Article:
Letters Irritable bowel syndrome

Why pills more than skills?

BMJ 2009; 338 doi: https://doi.org/10.1136/bmj.a3148 (Published 06 January 2009) Cite this as: BMJ 2009;338:a3148

Hypnotherapy and Cognitive Behavioral Therapy for IBS; The Old Competitors, The New Collaborators

Hypnotherapy and Cognitive Behavioral Therapy (CBT) are the most
studied psychological interventions for patients with Irritable Bowel
Syndrome (IBS). Both treatments have been shown to be effective in
reducing symptoms and improving quality of life in patients with
refractory IBS with long term results up to 5 years [1,2].

While these two
distinct treatments go separately through these years, they could be
integrated to Cognitive Hypnotherapy and perhaps create a more effective
treatment for IBS [3]. IBS patients need to receive cognitive
interventions and hypnotherapy resulted in cognitive changes in parallel
with symptoms improvement in these patients [4]. Meta-analysis showed that
the addition of hypnosis to CBT substantially enhanced the treatment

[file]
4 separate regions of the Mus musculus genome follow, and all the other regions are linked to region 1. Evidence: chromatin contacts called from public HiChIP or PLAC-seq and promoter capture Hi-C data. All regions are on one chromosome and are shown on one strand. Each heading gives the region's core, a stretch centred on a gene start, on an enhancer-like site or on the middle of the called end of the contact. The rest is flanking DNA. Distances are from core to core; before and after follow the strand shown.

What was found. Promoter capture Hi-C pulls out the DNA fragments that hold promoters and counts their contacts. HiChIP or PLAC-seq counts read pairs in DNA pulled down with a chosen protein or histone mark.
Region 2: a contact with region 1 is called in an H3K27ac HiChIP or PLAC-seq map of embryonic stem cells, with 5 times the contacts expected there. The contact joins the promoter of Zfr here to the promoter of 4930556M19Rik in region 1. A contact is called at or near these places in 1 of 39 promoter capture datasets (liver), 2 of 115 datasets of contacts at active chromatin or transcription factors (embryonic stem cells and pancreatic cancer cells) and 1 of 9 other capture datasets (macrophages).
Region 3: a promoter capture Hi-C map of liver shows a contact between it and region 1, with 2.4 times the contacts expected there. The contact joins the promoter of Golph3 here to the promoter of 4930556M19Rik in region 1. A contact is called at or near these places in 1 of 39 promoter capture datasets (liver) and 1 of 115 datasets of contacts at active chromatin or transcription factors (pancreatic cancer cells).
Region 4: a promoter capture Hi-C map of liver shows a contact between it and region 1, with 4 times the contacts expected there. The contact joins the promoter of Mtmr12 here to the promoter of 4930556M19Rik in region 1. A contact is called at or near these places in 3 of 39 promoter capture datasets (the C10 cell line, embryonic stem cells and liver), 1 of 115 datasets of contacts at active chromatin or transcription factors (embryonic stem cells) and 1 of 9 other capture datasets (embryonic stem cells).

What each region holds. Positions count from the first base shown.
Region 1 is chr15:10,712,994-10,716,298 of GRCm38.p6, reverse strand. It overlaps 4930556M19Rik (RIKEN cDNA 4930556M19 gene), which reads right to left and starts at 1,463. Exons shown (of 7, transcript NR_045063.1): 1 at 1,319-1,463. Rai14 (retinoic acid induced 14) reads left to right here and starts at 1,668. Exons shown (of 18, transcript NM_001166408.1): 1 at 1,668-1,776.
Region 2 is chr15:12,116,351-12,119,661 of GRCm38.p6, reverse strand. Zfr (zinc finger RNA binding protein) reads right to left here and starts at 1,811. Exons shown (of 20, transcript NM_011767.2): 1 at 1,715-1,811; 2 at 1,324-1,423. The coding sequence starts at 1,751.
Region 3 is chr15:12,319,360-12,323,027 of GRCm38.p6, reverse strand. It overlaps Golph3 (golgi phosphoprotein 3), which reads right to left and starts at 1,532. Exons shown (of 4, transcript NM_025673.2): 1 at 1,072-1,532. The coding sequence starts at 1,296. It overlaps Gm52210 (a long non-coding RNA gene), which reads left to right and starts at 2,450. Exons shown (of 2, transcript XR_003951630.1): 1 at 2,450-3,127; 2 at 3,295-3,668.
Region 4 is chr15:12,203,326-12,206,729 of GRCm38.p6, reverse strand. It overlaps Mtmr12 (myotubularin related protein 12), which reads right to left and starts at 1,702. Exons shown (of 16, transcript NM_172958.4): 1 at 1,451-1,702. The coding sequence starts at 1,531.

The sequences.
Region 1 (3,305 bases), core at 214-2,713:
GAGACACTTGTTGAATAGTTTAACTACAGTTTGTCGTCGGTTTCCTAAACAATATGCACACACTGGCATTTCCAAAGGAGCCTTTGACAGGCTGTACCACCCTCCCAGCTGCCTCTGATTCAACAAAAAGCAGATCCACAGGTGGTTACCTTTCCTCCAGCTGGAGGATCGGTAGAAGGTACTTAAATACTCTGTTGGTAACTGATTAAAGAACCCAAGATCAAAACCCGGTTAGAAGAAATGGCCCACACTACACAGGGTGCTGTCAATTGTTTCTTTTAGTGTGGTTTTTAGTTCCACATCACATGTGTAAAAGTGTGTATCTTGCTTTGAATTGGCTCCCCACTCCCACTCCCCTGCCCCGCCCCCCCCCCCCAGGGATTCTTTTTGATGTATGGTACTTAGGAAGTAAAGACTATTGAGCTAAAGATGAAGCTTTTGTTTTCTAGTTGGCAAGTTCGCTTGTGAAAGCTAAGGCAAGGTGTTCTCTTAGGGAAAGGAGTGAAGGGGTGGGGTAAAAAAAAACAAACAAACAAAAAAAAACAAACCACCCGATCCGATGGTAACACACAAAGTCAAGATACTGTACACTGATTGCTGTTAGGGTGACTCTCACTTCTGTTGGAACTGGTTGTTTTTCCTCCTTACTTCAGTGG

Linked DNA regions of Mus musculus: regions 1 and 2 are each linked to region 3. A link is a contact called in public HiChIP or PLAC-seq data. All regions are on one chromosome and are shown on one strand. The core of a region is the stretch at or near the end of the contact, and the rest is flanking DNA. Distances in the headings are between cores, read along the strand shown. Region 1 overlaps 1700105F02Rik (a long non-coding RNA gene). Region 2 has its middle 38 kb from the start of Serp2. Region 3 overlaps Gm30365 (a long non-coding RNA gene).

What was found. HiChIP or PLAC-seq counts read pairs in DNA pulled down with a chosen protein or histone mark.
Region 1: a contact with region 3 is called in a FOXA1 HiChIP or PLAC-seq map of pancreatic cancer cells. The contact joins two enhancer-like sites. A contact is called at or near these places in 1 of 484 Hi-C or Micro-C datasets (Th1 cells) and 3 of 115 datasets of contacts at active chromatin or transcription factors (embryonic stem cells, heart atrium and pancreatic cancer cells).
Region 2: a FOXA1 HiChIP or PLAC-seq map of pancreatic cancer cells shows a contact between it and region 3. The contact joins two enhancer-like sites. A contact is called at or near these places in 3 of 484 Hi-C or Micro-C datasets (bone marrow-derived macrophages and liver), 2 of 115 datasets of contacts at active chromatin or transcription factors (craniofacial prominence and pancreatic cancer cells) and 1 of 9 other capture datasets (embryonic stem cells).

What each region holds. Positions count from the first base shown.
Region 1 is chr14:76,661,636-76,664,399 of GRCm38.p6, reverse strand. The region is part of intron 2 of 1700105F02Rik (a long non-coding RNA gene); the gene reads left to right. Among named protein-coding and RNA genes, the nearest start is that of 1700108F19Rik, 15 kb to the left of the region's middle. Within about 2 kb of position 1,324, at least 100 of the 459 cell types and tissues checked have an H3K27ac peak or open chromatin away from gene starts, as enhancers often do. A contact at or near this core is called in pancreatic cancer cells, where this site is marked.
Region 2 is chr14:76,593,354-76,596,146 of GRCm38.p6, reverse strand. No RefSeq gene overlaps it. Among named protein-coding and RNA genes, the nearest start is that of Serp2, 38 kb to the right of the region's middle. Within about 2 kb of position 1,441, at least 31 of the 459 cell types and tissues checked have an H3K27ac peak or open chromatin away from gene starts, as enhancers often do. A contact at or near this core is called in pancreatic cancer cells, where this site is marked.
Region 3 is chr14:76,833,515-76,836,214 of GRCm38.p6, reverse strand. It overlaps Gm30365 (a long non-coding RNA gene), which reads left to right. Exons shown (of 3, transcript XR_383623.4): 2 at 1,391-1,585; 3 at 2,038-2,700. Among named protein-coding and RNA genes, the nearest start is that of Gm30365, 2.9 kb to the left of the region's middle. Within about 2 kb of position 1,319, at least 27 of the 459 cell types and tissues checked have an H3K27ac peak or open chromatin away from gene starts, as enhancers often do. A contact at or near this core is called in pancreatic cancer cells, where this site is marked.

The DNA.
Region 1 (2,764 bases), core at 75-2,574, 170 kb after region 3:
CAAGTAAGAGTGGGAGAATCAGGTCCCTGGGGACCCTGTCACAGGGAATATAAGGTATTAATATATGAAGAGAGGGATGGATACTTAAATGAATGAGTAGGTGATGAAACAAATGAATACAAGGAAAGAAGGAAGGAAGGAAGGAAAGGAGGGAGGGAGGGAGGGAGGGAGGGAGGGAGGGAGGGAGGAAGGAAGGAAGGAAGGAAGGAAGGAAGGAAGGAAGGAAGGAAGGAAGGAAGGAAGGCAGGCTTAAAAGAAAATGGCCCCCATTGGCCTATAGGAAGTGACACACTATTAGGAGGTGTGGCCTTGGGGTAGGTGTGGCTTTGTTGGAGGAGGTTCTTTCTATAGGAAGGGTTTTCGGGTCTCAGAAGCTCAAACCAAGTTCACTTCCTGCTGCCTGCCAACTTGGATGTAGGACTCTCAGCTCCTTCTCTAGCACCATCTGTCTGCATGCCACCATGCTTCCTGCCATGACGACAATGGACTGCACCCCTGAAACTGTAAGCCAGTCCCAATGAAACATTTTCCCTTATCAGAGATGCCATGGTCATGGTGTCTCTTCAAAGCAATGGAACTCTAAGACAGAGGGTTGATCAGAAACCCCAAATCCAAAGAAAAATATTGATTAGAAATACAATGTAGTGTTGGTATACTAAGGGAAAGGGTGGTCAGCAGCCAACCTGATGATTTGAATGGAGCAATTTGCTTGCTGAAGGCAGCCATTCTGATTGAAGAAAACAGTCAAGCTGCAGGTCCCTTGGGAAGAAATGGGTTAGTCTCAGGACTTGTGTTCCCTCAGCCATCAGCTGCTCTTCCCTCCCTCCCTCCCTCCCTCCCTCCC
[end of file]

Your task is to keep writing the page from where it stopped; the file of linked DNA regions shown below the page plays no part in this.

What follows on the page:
outcome [5]. So, why not to integrate the two competitors to create a
collaborative strategy? Controlled clinical trials on the efficacy of
Cognitive Hypnotherapy in the treatment of IBS are strongly recommended.

Reference List

(1) Lackner JM, Mesmer C, Morley S, et al. Psychological treatments
for irritable bowel syndrome: a systematic review and meta-analysis. J
Consult Clin Psychol 2004;72(6):1100-13.

(2) Gonsalkorale WM, Miller V, Afzal A, et al. Long term benefits of
hypnotherapy for irritable bowel syndrome. Gut 2003;52(11):1623-9.

(3) Golden WL. Cognitive-behavioral hypnotherapy in the treatment of
irritable-bowel-syndrome-induced agoraphobia. 2007.

(4) Gonsalkorale WM, Toner BB, Whorwell PJ. Cognitive change in patients
undergoing hypnotherapy for irritable bowel syndrome. J Psychosom Res

(5) Kirsch I. Hypnosis as an adjunct to cognitive-behavioral
psychotherapy: a meta-analysis. 1995.

Competing interests:
None declared

Competing interests: No competing interests

28 January 2009
Ali Gholamrezaei
Research Assistant
Mohammad Hassan Emami, Associate Prof. of Gastroenterology and Hepatology, Isfahan University of Medical Sciences, Isfahan, Iran
Poursina Hakim Research Institute, Isfahan, Iran. PO BOX: 81465-1798
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